EXCLUSIVE: San Francisco dog owner says pet ate opioid-tainted human feces at local park

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Tuesday, May 30, 2023
EXCLUSIVE: SF dog owner says pet ate human feces laced with opioids
A San Francisco dog owner is warning others after her dog got sick from eating human waste tainted with marijuana and opioids at a park in the city.

SAN FRANCISCO (KGO) -- A San Francisco dog owner is warning other pet owners in the city of what happened to her dog, Pockets, after she got sick from ingesting human waste tainted with marijuana and opioids at a park in the city.

As seen in adorable videos posted by her owner Jackie Shepard, Pockets is a 1-year-old Himalayan Sheepdog Poodle mix who loves the outdoors. One video shows the furry canine frolicking in the sand at a dog beach and another hanging out a car window, wind flying through her tanned fur.

Shepard and Pockets were enjoying the outdoors at Fort Mason Thursday when Pockets decided to eat something a bit...unsavory.

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"I noticed she was eating something, so I ran over to see what she was eating and, unfortunately, it was poop," says Shepard.

It wasn't until several hours later Shepard noticed something was very wrong.

"At about 8 o'clock, she was wobbling, and her tail was down. Something was definitely wrong with her."

Documents from emergency care showed Pockets had symptoms from marijuana intoxication and there were opioids in her system --frightening enough on its own, but something else was alarming.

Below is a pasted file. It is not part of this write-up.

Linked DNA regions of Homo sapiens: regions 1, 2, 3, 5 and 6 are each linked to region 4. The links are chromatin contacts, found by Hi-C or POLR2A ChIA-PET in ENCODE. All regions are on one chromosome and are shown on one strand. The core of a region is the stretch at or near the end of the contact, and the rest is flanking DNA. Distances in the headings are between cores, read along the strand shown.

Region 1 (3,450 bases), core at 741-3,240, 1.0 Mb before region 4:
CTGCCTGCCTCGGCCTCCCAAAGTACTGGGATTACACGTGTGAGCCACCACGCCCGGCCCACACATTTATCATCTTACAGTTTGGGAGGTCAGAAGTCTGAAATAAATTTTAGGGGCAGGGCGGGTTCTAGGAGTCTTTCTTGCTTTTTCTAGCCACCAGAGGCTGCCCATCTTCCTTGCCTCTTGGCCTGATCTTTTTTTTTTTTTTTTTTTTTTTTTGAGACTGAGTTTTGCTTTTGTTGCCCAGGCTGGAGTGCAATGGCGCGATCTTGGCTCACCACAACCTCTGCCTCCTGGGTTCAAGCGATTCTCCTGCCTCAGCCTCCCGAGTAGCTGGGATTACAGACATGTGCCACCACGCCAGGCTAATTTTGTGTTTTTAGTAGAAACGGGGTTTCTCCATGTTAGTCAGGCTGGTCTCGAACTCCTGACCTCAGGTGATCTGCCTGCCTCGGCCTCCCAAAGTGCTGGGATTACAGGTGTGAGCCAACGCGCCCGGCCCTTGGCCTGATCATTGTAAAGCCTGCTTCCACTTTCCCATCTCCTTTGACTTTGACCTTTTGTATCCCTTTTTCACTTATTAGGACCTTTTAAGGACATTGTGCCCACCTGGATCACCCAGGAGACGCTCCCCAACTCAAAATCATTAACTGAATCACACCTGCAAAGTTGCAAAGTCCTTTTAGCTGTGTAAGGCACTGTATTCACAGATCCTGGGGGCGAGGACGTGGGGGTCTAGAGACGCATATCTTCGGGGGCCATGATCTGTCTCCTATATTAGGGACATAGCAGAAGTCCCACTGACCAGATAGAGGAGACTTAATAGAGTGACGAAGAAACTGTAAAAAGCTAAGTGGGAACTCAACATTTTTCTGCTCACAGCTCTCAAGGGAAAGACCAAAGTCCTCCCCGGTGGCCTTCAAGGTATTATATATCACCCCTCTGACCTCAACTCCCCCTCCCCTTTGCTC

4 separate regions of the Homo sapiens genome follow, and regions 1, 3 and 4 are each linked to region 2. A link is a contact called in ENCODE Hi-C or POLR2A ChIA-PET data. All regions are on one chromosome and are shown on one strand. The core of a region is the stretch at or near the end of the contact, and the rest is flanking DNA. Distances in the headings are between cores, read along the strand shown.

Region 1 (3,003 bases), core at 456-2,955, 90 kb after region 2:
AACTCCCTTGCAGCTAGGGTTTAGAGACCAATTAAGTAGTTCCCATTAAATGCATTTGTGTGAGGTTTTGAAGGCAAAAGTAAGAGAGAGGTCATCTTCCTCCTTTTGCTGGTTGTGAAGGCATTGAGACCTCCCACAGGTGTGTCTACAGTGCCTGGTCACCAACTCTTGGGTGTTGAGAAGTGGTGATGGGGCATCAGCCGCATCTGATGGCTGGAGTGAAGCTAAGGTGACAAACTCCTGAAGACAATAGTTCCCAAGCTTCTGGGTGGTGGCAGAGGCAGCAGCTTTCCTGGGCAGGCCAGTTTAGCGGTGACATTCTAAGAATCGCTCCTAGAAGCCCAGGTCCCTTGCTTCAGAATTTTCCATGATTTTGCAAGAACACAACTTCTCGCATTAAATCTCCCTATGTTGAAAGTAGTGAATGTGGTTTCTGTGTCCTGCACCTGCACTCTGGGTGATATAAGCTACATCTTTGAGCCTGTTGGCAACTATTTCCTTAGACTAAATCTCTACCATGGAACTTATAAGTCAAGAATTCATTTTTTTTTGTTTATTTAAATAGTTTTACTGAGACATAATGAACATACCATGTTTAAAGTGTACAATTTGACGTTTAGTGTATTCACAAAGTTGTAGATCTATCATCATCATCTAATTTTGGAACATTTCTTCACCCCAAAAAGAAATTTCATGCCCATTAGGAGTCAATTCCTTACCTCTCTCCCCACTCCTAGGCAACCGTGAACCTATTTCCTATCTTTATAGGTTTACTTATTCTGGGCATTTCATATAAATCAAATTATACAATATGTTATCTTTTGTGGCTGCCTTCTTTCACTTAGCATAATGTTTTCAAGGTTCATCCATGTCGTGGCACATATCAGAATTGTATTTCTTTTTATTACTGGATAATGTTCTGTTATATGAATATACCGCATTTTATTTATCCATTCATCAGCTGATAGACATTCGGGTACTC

"Essentially, the doctor on that night told me this was relatively common, and she sees it a few times a week," says Shepard.

Dog owners at Fort Mason were understandably shocked at the news.

"That's horrible. That's my worst nightmare. I don't know how anybody could prevent this," says Yassine Derbani, who was at the park with fellow poodle mix, Mile.

Luckily, documents show Pockets didn't ingest enough to need Narcan and Shepard is pleased her pet is back to her old stick-chewing playful self.

A health care professional tells ABC7 News Shepard did everything right and had the dosage been bigger, Pockets could have suffered kidney or liver damage.

Shepard says she'll keep an even closer watch on her pet from now own and hopes her story will encourage others to do the same.

"There are so many people with dogs who probably don't know this is a threat to their dogs, so I wanted to share to spread awareness people can be really careful and watch out for symptoms of this."

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